Chapter 16 in Seitel’s “The Practice of Public Relations”, elaborates on a subject introduced briefly in Chapter 15: writing for the eye and ear. We’ve talked about this idea a lot in class (COMM 306), and I’ve really come to find this to be pretty valuable stuff. There is such a difference in writing pieces intended for reading compared to pieces meant to be listened to. Sietel says it perfectly on pg. 324, “Writing for reading emphasizes the written word. Writing for listening emphasizes the spoken word. The two differ significantly”.

Traditionally, writing for the eye was one of (if not the most) important skill for a public relations professional to possess. But times have changed, and while print journalism remains important, it may no longer be considered the most important strategic communication avenue. Writing for the listener is equally as important as writing for the reader, and a 21st century PR professional must be proficient at both.

It seems like the majority of my life in academia, almost all of my writing courses have been focused on writing for the reader. The techniques for effective print writing have been drilled into our brains since elementary school. Until last year, when I took a Public Speaking course, I had almost no training in gearing a message towards a listening audience. In Communication courses especially, I’m having to write less and less papers, and having to do more and more oral presentations. So I found the second portion of the chapter, which focuses on speeches & presentations, to be more a lot more engaging.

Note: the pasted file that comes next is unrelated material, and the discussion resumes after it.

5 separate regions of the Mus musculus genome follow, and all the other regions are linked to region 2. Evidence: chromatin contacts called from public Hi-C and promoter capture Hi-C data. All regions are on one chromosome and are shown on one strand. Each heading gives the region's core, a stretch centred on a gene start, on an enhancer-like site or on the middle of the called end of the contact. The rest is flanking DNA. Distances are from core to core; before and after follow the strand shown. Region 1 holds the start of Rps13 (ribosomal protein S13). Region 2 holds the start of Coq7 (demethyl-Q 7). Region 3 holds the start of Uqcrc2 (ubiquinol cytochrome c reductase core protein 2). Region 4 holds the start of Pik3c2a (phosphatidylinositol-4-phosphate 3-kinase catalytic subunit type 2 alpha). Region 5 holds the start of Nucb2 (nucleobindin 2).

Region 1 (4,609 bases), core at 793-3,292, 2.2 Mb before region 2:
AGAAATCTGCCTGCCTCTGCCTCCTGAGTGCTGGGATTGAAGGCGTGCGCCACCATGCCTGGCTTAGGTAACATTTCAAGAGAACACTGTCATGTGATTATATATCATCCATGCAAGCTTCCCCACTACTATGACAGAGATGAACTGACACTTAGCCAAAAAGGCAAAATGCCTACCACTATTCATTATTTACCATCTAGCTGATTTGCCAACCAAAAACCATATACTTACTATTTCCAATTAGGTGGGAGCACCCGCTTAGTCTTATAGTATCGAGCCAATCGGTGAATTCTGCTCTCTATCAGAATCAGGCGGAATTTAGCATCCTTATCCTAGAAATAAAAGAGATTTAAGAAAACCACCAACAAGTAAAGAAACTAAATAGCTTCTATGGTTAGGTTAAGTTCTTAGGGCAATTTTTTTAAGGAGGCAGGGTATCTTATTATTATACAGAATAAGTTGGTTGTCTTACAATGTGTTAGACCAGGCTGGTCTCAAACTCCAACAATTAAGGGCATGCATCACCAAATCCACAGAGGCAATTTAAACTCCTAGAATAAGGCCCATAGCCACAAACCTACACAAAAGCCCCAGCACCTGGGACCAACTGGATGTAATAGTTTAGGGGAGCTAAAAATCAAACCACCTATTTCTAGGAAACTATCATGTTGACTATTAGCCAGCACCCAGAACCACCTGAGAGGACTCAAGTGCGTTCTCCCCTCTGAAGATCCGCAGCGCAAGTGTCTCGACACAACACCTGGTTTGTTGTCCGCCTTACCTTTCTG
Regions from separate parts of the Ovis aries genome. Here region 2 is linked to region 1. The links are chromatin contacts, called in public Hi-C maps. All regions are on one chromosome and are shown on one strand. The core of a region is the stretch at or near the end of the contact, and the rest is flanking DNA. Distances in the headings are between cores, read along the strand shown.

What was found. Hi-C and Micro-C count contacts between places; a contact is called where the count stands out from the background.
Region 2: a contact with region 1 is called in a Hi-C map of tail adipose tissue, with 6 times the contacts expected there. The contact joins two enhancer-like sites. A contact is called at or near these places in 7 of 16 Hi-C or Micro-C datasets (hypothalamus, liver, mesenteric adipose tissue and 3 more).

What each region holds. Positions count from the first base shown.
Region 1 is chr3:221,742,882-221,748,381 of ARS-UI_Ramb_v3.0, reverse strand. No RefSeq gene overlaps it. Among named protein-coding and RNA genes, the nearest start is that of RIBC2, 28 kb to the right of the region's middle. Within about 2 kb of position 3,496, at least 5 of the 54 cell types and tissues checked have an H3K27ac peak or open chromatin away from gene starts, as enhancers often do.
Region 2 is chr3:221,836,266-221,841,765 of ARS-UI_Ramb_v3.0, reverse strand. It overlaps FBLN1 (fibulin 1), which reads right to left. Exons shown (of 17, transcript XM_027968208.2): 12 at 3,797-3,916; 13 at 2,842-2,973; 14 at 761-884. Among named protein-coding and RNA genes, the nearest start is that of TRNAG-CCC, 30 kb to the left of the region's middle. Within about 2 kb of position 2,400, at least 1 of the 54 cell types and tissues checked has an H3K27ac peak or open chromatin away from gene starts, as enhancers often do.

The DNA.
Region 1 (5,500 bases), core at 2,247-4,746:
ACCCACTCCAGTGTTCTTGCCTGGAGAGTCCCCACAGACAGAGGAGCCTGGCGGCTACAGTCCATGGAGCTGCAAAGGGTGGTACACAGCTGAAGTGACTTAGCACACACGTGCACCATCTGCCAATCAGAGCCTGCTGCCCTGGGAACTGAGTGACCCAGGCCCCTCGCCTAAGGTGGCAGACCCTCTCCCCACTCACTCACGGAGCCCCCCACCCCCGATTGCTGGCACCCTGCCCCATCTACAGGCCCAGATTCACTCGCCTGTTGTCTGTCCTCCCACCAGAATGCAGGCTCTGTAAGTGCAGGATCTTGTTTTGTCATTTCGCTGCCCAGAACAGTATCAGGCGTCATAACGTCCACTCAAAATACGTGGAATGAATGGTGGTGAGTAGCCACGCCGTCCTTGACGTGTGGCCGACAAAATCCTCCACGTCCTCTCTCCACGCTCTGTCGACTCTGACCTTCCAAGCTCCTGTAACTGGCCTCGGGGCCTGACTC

Advances in modern technology have made writing for the listener increasingly relevant to public relations. Newspapers and magazines are no longer the sole media avenues. A listener could be watching a video, listening to audio, or sitting through an oral presentation. These communication avenues require much different writing styles than print, and the chapter points out that speech writing has become of one the most coveted skills in most PR fields. Writing for the ear requires the writer to write like the message is being spoken. I think the coolest part about writing for a listener is that the effectiveness of the message depends on how well the writer adapts the message to the situation. Sietel breaks this aspect into the “4W checklist”: who, what, where, when.  A speaker may wish to communicate the same message to various audiences through numerous speeches, but he/she may not be able to use the exact same speech every time. A speech may need to be altered each time it’s given, depending on the type of audience, the setting, and even the time of day that the speech is being delivered.